Evaluating the Longitudinal Course of Atopic Dermatitis: Implications for Clinical Practice

Document Type

Journal Article

Publication Date



American journal of clinical dermatology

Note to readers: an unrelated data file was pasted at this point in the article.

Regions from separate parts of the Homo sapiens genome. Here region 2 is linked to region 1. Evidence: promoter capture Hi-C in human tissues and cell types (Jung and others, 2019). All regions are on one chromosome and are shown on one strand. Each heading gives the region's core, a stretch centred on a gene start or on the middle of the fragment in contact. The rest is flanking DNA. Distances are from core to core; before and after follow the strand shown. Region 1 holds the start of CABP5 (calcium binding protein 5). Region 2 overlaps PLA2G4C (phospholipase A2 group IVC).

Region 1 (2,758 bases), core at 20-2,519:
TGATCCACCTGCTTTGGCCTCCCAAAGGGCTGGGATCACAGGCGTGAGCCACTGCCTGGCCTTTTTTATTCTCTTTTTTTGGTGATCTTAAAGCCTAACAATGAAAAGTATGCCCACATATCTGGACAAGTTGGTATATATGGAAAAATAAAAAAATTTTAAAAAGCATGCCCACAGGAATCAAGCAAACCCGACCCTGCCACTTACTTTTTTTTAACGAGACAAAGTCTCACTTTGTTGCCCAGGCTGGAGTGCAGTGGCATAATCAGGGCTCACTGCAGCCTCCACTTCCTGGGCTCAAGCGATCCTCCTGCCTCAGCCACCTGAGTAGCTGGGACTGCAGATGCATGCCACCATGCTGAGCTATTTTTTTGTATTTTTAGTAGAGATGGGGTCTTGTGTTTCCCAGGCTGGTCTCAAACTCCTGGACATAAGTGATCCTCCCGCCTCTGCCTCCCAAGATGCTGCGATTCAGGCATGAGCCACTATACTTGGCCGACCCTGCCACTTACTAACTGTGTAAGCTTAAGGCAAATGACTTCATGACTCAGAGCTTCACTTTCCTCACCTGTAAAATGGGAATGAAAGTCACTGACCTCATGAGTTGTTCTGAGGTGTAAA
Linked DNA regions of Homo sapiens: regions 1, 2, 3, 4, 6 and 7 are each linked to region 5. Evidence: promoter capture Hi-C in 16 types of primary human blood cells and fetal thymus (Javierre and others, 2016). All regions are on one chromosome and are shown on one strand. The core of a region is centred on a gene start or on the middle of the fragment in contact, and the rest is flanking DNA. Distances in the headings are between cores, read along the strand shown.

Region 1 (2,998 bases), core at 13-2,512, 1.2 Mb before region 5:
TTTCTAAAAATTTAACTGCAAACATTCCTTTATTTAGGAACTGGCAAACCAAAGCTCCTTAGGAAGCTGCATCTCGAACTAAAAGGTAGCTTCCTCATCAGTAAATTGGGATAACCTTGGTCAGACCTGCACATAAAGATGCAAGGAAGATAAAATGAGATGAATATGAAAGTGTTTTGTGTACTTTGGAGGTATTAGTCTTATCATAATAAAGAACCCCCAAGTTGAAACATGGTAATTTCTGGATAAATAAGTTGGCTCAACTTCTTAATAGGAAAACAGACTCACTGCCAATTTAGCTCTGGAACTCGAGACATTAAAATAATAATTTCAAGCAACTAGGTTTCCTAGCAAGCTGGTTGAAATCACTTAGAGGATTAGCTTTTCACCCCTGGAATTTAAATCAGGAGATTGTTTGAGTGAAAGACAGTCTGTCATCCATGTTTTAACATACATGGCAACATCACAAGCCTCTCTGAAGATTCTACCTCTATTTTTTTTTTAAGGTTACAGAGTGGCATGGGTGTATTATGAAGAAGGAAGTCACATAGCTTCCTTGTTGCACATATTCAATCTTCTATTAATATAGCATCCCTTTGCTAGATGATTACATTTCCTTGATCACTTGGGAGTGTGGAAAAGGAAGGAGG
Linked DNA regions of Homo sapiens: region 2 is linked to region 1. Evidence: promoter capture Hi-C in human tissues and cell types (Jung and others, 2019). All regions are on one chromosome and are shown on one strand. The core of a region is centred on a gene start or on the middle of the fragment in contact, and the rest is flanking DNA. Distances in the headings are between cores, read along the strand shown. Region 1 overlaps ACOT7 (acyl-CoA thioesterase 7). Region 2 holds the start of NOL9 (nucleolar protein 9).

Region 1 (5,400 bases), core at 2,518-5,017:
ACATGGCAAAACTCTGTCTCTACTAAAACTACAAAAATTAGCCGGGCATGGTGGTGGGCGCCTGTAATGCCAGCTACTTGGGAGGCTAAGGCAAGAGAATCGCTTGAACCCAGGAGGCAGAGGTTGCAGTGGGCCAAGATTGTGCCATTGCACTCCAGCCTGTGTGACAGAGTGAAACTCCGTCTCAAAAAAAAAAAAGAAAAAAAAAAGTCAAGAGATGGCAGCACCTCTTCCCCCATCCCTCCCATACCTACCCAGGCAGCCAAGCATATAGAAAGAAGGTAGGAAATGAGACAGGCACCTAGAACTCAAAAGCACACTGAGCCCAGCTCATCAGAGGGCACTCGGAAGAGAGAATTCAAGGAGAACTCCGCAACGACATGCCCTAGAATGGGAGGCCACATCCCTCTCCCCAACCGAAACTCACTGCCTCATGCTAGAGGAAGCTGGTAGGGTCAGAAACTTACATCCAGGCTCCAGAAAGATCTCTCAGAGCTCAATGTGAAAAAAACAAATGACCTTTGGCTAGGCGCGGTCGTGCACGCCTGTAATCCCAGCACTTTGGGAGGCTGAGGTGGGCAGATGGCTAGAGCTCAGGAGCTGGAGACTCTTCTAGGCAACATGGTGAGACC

Atopic dermatitis (AD) is characterized by a heterogenous longitudinal course with varying severity, flares, and persistence. However, AD course is not routinely assessed in clinical practice or controlled trials. Our objective was to review the longitudinal course of AD in children and adults and discuss implications for routine practice and clinical trials. We conducted a focused review of the published literature, including retrospective, prospective, and interventional studies, clinical trials, and consensus guidelines. Estimates of AD persistence varied widely across studies but suggested that AD can indeed persist through childhood and into adulthood. Predictors of persistence are broad and include both disease-intrinsic and disease-extrinsic (i.e., environmental) factors. In real-world practice, most individuals with AD experience fluctuations in the signs and symptoms over time and do not experience persistent clearance of skin lesions. Clinical trials use mainly static measurements that do not take into account fluctuations in course, which may confound treatment effects. The heterogenous temporal pattern of AD can be incorporated into routine practice to better set expectations and offer a realistic prognosis. AD course should be routinely incorporated into clinical decision making. Future studies are needed to develop a standardized approach to AD assessment and treatment that includes longitudinal course.